Forum: RSpec Accessing the model class from within an rspec-rails spec

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Cameron B. (Guest)
on 2008-10-29 06:33
(Received via mailing list)
Hi everybody,

New to the list, so apologies if this has been answered elsewhere, but I
didn't find it. I'm trying to build up a plugin of useful rspec macros
for
rails development, eg. things like:

it_should_return_success
it_should_redirect_to { some_url }

I'm basing my ideas off of some stuff technoweenie has done, as well as
a
few others.

One thing I'd love to do is be able to figure out the model class in a
rails
model spec, so I can do something like:

describe User do
  it_should_validate_presence_of :name
end

I can get it working if I pass in User as an argument:

describe User do
  it_should_validate_presence_of User, :name
end

but that feels redundant. Is there a way to access the class itself that
I'm
missing? On the controller spec side, I see there is
controller_class_name,
but that needs to be set with the controller_name method. I could go for
something like that if required, but somehow it seems like it would be
overkill.

Any advice would be greatly appreciated, thanks!!

Cameron
Nick H. (Guest)
on 2008-10-29 23:03
(Received via mailing list)
On 2008-10-28, at 09:09, Cameron B. wrote:
> describe User do
>   it_should_validate_presence_of :name
> end
>
> I can get it working if I pass in User as an argument:
>
> describe User do
>   it_should_validate_presence_of User, :name
> end

Hi Cameron. I haven't played with RSpec's internals at all, but
considering that
     #it_should_validate_presence_of
is nested within
     describe User do
I would imagine that there's a way to grab "User". Have a look at the
structure of the Example, ExampleGroup, etc classes. It'll be stored
in one of those, somewhere.
-Nick
Pat M. (Guest)
on 2008-10-30 05:33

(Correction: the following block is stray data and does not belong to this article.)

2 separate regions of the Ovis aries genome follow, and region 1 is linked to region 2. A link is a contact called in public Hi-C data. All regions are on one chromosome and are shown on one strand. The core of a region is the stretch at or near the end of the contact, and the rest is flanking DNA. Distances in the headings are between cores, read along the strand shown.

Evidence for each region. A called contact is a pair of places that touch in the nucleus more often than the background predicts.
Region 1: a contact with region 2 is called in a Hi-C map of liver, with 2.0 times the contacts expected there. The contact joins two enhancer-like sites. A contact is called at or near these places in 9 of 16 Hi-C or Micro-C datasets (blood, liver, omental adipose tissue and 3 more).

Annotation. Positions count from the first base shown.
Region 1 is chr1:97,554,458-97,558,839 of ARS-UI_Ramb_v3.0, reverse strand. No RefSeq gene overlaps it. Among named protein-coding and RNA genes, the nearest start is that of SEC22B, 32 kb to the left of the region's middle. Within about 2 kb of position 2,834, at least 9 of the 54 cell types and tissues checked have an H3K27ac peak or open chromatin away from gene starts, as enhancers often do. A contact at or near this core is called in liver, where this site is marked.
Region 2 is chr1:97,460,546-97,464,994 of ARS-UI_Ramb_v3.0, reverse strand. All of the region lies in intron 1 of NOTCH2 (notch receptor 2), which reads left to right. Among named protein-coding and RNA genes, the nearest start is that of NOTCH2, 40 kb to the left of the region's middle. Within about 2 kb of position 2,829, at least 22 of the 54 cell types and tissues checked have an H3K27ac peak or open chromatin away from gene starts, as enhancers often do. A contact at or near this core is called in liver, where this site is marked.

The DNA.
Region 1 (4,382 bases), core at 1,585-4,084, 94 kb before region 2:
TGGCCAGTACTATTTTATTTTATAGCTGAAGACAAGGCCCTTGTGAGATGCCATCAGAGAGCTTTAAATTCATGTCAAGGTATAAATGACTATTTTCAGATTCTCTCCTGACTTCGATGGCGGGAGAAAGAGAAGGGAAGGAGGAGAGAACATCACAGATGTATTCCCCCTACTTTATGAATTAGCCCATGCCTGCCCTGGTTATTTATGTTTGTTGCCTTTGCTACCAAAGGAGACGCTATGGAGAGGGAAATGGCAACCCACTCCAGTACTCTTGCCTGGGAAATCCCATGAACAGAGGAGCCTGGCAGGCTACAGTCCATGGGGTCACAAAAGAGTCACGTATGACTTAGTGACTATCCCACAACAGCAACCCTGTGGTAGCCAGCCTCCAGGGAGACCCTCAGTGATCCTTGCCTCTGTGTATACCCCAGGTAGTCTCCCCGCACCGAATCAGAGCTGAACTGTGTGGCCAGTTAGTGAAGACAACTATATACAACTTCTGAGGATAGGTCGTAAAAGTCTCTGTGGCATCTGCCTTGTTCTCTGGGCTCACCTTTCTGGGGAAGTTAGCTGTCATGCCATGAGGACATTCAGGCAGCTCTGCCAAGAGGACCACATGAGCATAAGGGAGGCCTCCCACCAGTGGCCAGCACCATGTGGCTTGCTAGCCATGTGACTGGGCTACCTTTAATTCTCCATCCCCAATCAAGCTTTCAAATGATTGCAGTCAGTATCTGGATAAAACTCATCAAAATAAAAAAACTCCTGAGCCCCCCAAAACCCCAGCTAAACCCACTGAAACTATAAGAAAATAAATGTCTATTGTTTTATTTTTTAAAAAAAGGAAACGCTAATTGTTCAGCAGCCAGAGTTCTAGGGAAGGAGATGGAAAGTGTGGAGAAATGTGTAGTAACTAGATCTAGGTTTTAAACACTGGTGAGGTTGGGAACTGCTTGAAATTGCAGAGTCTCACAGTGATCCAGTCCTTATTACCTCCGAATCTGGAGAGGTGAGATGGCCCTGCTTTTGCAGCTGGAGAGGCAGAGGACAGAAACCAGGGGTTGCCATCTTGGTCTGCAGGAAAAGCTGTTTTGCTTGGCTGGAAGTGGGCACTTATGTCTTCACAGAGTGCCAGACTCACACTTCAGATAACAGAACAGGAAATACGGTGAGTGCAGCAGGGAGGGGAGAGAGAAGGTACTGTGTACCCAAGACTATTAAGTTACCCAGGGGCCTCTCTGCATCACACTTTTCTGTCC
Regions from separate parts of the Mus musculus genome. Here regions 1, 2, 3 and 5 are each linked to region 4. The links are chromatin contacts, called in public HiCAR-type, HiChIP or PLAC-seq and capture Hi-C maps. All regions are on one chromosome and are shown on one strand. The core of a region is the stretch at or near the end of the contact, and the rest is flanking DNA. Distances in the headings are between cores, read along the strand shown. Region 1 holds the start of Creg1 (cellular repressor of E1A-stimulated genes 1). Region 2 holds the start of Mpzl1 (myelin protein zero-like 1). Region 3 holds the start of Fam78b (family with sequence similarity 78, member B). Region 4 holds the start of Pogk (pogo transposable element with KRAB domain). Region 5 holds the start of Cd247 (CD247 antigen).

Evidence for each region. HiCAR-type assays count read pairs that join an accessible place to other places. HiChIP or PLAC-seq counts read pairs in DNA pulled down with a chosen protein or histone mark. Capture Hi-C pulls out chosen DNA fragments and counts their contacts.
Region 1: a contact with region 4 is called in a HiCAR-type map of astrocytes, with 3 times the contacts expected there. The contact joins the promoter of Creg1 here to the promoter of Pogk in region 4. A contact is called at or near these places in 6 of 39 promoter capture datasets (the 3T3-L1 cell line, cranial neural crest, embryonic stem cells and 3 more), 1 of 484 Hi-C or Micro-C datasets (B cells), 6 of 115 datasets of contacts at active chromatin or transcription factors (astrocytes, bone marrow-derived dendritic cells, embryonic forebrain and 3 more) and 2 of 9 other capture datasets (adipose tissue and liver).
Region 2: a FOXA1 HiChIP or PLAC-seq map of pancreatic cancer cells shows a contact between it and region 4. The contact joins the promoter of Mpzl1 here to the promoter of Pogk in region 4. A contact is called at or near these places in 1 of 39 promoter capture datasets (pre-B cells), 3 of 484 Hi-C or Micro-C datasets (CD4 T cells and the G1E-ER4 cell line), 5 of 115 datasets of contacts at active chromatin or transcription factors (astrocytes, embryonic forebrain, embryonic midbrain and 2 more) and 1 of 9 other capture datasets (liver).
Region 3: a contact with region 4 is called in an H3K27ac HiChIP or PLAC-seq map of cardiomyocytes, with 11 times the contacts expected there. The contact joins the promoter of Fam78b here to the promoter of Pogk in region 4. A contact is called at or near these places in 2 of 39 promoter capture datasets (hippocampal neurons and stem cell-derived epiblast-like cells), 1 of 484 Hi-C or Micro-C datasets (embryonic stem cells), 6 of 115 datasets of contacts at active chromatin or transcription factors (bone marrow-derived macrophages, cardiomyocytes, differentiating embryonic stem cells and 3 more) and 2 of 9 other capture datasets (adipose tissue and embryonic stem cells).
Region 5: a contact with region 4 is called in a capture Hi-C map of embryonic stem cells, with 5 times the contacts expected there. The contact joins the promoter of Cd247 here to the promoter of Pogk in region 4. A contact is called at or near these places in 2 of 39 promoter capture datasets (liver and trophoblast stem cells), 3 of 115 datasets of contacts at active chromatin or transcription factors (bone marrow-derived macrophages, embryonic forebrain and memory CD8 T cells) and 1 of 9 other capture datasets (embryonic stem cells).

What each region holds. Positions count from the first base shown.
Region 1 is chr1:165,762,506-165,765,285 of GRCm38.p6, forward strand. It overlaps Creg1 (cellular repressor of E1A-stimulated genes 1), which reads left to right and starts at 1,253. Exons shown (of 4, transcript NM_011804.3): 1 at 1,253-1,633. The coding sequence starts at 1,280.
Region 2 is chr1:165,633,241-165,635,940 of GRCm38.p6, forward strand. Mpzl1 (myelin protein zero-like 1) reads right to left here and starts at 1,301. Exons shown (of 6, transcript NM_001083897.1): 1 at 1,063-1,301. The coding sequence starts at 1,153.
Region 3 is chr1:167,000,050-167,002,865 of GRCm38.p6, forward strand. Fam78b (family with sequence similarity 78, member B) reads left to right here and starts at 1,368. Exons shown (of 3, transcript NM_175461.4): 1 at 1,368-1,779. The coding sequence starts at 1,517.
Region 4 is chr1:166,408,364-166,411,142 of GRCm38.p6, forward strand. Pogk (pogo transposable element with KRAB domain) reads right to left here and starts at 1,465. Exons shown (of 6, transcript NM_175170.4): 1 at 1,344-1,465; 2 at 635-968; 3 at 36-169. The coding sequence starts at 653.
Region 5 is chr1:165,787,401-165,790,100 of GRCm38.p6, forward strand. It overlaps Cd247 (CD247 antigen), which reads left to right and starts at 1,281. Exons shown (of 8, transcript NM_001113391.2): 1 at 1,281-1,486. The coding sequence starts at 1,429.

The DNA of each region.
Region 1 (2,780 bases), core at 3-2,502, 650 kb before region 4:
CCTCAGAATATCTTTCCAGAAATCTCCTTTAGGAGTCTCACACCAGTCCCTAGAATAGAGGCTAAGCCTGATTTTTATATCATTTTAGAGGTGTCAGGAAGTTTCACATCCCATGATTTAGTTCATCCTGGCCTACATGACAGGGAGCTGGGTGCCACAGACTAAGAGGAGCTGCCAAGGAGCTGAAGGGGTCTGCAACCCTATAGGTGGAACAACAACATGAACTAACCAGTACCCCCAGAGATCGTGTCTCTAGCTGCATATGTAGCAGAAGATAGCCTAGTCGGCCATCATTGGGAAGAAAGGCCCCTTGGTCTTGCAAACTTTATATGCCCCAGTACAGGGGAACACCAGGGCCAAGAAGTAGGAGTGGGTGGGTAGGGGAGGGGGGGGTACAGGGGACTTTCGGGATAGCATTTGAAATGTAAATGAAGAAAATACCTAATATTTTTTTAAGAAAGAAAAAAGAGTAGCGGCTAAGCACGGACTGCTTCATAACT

(Received via mailing list)
"Cameron B." <removed_email_address@domain.invalid> writes:

> Is there a way to access the class itself that I'm missing?

described_type

Pat
David C. (Guest)
on 2008-10-30 05:33
(Received via mailing list)
On Tue, Oct 28, 2008 at 8:09 AM, Cameron B. 
<removed_email_address@domain.invalid>
wrote:
> few others.
> describe User do
>   it_should_validate_presence_of User, :name
> end
>
> but that feels redundant. Is there a way to access the class itself that I'm
> missing? On the controller spec side, I see there is controller_class_name,
> but that needs to be set with the controller_name method. I could go for
> something like that if required, but somehow it seems like it would be
> overkill.
>
> Any advice would be greatly appreciated, thanks!!

You're looking for example_group.described_type, which you can get to
like this:

describe Foo do
  described_type # =>Foo

  it "should be Foo" do
    self.class.described_type # => Foo
  end
end

Cheers,
David
Zach D. (Guest)
on 2008-10-30 05:35
(Received via mailing list)
On Wed, Oct 29, 2008 at 12:01 PM, Nick H. <removed_email_address@domain.invalid>
wrote:

>> end
>>
>
> Hi Cameron. I haven't played with RSpec's internals at all, but considering
> that
>    #it_should_validate_presence_of
> is nested within
>    describe User do
> I would imagine that there's a way to grab "User". Have a look at the